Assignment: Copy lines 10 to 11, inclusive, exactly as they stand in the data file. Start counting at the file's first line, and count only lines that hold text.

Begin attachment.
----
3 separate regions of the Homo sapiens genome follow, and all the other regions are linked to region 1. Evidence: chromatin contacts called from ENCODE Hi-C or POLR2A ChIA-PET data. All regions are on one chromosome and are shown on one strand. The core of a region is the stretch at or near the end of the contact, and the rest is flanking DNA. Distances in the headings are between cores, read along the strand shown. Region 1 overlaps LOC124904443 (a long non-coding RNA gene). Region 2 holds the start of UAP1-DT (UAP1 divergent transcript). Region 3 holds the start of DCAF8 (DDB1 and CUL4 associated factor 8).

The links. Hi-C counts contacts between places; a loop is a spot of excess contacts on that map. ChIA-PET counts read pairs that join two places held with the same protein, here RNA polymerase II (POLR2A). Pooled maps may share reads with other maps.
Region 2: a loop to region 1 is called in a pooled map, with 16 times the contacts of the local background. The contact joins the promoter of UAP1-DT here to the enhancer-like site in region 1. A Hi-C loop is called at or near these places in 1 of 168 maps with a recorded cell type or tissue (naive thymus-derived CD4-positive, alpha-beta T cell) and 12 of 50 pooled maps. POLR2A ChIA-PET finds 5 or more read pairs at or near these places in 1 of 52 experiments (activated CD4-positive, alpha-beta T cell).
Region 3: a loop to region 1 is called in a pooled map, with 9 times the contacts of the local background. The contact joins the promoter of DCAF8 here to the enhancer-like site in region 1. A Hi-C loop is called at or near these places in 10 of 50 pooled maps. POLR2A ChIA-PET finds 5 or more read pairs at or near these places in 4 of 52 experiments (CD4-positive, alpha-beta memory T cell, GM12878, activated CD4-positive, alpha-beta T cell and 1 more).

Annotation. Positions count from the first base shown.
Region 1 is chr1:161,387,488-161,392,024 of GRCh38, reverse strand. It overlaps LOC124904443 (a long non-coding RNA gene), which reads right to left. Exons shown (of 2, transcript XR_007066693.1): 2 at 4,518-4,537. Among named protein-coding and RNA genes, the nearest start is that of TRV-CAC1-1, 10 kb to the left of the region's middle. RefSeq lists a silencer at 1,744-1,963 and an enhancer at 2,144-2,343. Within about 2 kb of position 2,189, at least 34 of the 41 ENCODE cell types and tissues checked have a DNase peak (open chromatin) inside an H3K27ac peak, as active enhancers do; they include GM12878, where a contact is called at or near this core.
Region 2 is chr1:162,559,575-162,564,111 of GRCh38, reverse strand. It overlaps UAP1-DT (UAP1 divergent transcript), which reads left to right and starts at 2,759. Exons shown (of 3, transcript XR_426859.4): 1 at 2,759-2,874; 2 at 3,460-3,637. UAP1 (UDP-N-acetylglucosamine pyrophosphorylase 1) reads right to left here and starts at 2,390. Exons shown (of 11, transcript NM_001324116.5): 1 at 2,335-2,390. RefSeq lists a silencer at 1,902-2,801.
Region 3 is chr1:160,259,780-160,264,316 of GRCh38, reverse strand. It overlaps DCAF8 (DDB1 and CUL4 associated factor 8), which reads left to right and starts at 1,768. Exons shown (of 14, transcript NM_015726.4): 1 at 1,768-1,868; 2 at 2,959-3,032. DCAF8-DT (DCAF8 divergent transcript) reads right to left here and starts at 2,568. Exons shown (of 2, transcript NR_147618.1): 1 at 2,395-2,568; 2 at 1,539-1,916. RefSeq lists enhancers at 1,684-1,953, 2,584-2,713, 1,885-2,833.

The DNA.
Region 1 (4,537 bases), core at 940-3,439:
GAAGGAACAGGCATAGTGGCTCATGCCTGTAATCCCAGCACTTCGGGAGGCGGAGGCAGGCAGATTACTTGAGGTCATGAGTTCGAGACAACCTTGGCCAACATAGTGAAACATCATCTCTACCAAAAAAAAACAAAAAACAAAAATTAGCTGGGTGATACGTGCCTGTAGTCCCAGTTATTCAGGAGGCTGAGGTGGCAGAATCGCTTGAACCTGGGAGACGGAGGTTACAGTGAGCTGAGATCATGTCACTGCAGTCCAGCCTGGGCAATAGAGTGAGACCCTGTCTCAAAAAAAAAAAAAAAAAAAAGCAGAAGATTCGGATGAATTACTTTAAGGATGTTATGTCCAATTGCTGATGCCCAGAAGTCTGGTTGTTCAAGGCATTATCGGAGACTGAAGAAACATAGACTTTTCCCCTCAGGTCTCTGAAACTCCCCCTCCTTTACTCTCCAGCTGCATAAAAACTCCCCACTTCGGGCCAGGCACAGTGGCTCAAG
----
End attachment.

Region 1 (4,537 bases), core at 940-3,439:
GAAGGAACAGGCATAGTGGCTCATGCCTGTAATCCCAGCACTTCGGGAGGCGGAGGCAGGCAGATTACTTGAGGTCATGAGTTCGAGACAACCTTGGCCAACATAGTGAAACATCATCTCTACCAAAAAAAAACAAAAAACAAAAATTAGCTGGGTGATACGTGCCTGTAGTCCCAGTTATTCAGGAGGCTGAGGTGGCAGAATCGCTTGAACCTGGGAGACGGAGGTTACAGTGAGCTGAGATCATGTCACTGCAGTCCAGCCTGGGCAATAGAGTGAGACCCTGTCTCAAAAAAAAAAAAAAAAAAAAGCAGAAGATTCGGATGAATTACTTTAAGGATGTTATGTCCAATTGCTGATGCCCAGAAGTCTGGTTGTTCAAGGCATTATCGGAGACTGAAGAAACATAGACTTTTCCCCTCAGGTCTCTGAAACTCCCCCTCCTTTACTCTCCAGCTGCATAAAAACTCCCCACTTCGGGCCAGGCACAGTGGCTCAAG